Guitars come in all shapes and sizes these days, and can even sound like anything but a guitar. Nine or so centuries ago there were just two variations being plucked across Medieval Spain: la guitarra latina (Latin guitar) and la guitarra moresca (Moorish guitar). These distinct devices were eventually lost to la vihuela, the first guitar to use six strings, in the 15th century. Little else changed until the latter part of the 19th century, when sevillano Antonio Torres Jurado made some major alterations to make it more or less resemble how it appears today.

(Source: Wikipedia)

Futbolín (table football)

futbolin guadalquivir 3 Six of the best: Spanish Inventions

Better known as Table Football or ‘Foosball’ elsewhere…

Known as Futbolín here in Spain, the origin of this pub favourite is a hazy one. Any Spaniard will tell you that its birthplace is without doubt Spain, thanks to Galician inventor Alexandre de Fisterra, who was injured during the bombings of the Spanish Civil War in the 1930s and subsequently hospitalised, where, inspired by table tennis, he conceived the idea of table football. This allowed he and his wounded comrades to (sort of) play football.

However, other evidence suggests that Englishman Harold Thornton dreamt up the idea in1921, after a match box and some match sticks provided inspiration. He named it Foosball, a term you are probably more familiar with. Evidently, somebody has attempted to settle the argument somewhere along the line by claiming that both claimants have rights to the sport’s origin, on account of the difference between Futbolín‘s two-legged figures and Foosball‘s one-legged foos men, thus, rendering the two as distinct sports But the Spanish are far too stubborn to accept that theory; it’s their sport y ya está.


What other Spanish inventions do you know of? Let’s hear about them…

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el nino de las pinturas, el niño de las pinturas, graffiti, granada, spain, españa, violin

CBBH Photo Challenge: Street Art

For months now, I’ve been meaning to get involved with Marianne’s (of East Of Malaga) monthly photo challenge. I suppose I hadn’t until today because I don’t really fancy myself as a great photographer. I take pictures of what I like, edit them, stick a few in a blog post slideshow and that’s about it. My thought process rarely extends beyond that. This month’s theme though – ‘Street Art’ – got me interested. I mean, how couldn’t I participate, given that we in Granada are fortuitous enough to have El Niño de las Pinturas among us. This guy has been smearing Granada’s dull, lifeless walls with his vivid and magnetising imagination for 20 years now. Exactly 20 years, in fact; a documentary about him was made and premiered last weekend in a local realejo bar (my neck of the woods). He has daubed countless pieces in that time, and to choose my two favourites has been virtually impossible! So I chose four instead. Is that cheating? Marianne? In any case, I absolutely adore the style and depth in all of them, and particularly the interpretation in the one of the giraffe. For a look at other examples of his work see my original post here.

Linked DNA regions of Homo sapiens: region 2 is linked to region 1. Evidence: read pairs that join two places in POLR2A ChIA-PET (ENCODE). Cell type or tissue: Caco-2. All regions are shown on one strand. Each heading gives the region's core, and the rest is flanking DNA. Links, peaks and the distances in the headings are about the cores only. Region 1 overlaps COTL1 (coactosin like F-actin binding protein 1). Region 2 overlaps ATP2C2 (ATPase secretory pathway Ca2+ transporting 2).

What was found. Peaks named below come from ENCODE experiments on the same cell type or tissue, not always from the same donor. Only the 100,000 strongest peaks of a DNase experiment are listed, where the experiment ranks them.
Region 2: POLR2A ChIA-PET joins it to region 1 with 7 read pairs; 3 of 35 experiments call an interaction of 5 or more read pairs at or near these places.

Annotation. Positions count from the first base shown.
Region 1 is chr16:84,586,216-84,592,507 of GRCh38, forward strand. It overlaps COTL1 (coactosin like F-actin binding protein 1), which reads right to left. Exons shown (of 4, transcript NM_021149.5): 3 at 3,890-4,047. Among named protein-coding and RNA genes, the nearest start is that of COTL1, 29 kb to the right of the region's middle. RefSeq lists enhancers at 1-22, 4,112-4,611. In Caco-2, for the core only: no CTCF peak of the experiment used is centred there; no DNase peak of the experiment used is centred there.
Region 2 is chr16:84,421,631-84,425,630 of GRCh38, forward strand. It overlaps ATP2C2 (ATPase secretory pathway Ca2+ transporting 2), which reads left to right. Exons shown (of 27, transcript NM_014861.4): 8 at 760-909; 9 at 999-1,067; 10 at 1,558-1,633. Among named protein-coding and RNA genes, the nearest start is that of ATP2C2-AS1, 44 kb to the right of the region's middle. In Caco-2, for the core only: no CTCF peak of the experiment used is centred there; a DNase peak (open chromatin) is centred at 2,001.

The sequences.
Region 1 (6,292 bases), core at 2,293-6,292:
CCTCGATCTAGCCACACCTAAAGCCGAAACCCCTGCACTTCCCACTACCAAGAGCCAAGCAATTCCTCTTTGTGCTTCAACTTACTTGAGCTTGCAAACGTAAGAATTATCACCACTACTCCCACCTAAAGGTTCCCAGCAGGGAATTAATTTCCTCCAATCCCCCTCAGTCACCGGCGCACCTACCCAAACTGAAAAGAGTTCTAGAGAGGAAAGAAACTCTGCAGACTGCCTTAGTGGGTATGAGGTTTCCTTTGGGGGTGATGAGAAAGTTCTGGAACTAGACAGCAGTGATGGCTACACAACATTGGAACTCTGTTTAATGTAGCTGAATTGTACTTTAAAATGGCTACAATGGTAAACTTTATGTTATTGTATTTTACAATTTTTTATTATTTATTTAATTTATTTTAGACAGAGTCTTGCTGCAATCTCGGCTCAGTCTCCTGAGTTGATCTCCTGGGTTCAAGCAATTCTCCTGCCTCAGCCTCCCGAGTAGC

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‘Cansao de no encontrar respuesta, decidí cambiar mis preguntas’ (Tired of not finding an answer, I decided to change my questions)

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La Violinista joven

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El Girafe

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La Violinista mayor

But the CBBH Photo Challenge is more than just an opportunity to show off your camera skills; it is a blog hop as well. The first ‘C’ and ‘B’, after all, do stand for conejo blanco (white rabbit). So each post posted in response to Marianne’s original post must include two links to two other blogs that the blogger has visited and commented on in the last month, so that his/her readers can ‘hop’ over to some unchartered corner of the frankly enormous blogosphere. It’ all about helping each other out you see. And we’re good at that in Spain.

So I will take this opportunity to direct you to Clare of Need Another Holiday. Clare’s blog, much like my own, new blog, focuses on part-time travel, as opposed to those that celebrate a nomadic and often vagrant existence. She has been all over. But mostly Greece. She absolutely loves Greece.

Secondly, I’d like to shout out to a blogger who has really wowed me with her vlog series recently. Jess, of HolaYessica!, blogs about Barcelona and various Spanish escapades. Her output rate is frankly unbelievable and her style and writing standards never falter. She’s also – fittingly – excellent with a camera. So go and say hi, and tell her that I sent you!

If you want to take part in the CBBH Photo Challenge, just head over to Marianne’s blog and read on. It’s fun and gives you a chance to share those pics that deserve to be seen!